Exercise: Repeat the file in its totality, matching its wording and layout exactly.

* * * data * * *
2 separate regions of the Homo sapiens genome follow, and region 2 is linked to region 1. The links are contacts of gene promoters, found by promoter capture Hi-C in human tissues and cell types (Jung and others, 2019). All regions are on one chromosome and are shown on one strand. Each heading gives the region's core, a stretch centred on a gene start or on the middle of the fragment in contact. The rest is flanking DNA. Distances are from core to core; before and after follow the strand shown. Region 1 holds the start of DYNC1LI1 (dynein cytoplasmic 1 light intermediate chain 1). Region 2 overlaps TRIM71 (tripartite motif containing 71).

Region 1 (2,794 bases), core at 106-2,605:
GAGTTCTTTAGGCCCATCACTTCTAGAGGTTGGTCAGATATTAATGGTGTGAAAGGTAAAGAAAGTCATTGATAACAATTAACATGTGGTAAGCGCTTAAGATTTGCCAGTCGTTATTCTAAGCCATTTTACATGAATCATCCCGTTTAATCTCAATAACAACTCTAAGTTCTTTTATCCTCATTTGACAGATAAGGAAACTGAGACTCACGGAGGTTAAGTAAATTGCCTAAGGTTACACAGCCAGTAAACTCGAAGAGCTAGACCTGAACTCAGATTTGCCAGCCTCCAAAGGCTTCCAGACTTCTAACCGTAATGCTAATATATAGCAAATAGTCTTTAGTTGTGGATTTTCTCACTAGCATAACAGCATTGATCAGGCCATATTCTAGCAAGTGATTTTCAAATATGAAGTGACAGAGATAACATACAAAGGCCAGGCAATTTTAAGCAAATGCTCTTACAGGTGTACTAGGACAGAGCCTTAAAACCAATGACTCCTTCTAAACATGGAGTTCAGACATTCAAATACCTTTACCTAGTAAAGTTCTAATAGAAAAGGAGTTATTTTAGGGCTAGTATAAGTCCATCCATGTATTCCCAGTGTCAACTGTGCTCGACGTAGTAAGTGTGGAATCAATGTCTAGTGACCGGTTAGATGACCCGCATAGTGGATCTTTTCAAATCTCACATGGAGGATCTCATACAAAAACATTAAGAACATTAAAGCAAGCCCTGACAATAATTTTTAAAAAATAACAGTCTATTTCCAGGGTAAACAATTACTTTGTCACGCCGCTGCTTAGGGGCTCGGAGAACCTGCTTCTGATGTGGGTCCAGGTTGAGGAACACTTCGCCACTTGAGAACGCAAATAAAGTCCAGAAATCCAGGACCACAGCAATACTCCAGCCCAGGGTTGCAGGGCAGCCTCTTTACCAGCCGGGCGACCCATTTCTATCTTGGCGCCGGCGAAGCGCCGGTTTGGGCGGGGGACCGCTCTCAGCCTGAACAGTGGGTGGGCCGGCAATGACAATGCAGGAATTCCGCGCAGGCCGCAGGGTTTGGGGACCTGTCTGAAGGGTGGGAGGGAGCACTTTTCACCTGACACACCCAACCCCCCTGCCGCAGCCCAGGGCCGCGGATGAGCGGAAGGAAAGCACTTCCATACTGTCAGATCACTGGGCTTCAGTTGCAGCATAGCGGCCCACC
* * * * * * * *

2 separate regions of the Homo sapiens genome follow, and region 2 is linked to region 1. The links are contacts of gene promoters, found by promoter capture Hi-C in human tissues and cell types (Jung and others, 2019). All regions are on one chromosome and are shown on one strand. Each heading gives the region's core, a stretch centred on a gene start or on the middle of the fragment in contact. The rest is flanking DNA. Distances are from core to core; before and after follow the strand shown. Region 1 holds the start of DYNC1LI1 (dynein cytoplasmic 1 light intermediate chain 1). Region 2 overlaps TRIM71 (tripartite motif containing 71).

Region 1 (2,794 bases), core at 106-2,605:
GAGTTCTTTAGGCCCATCACTTCTAGAGGTTGGTCAGATATTAATGGTGTGAAAGGTAAAGAAAGTCATTGATAACAATTAACATGTGGTAAGCGCTTAAGATTTGCCAGTCGTTATTCTAAGCCATTTTACATGAATCATCCCGTTTAATCTCAATAACAACTCTAAGTTCTTTTATCCTCATTTGACAGATAAGGAAACTGAGACTCACGGAGGTTAAGTAAATTGCCTAAGGTTACACAGCCAGTAAACTCGAAGAGCTAGACCTGAACTCAGATTTGCCAGCCTCCAAAGGCTTCCAGACTTCTAACCGTAATGCTAATATATAGCAAATAGTCTTTAGTTGTGGATTTTCTCACTAGCATAACAGCATTGATCAGGCCATATTCTAGCAAGTGATTTTCAAATATGAAGTGACAGAGATAACATACAAAGGCCAGGCAATTTTAAGCAAATGCTCTTACAGGTGTACTAGGACAGAGCCTTAAAACCAATGACTCCTTCTAAACATGGAGTTCAGACATTCAAATACCTTTACCTAGTAAAGTTCTAATAGAAAAGGAGTTATTTTAGGGCTAGTATAAGTCCATCCATGTATTCCCAGTGTCAACTGTGCTCGACGTAGTAAGTGTGGAATCAATGTCTAGTGACCGGTTAGATGACCCGCATAGTGGATCTTTTCAAATCTCACATGGAGGATCTCATACAAAAACATTAAGAACATTAAAGCAAGCCCTGACAATAATTTTTAAAAAATAACAGTCTATTTCCAGGGTAAACAATTACTTTGTCACGCCGCTGCTTAGGGGCTCGGAGAACCTGCTTCTGATGTGGGTCCAGGTTGAGGAACACTTCGCCACTTGAGAACGCAAATAAAGTCCAGAAATCCAGGACCACAGCAATACTCCAGCCCAGGGTTGCAGGGCAGCCTCTTTACCAGCCGGGCGACCCATTTCTATCTTGGCGCCGGCGAAGCGCCGGTTTGGGCGGGGGACCGCTCTCAGCCTGAACAGTGGGTGGGCCGGCAATGACAATGCAGGAATTCCGCGCAGGCCGCAGGGTTTGGGGACCTGTCTGAAGGGTGGGAGGGAGCACTTTTCACCTGACACACCCAACCCCCCTGCCGCAGCCCAGGGCCGCGGATGAGCGGAAGGAAAGCACTTCCATACTGTCAGATCACTGGGCTTCAGTTGCAGCATAGCGGCCCACC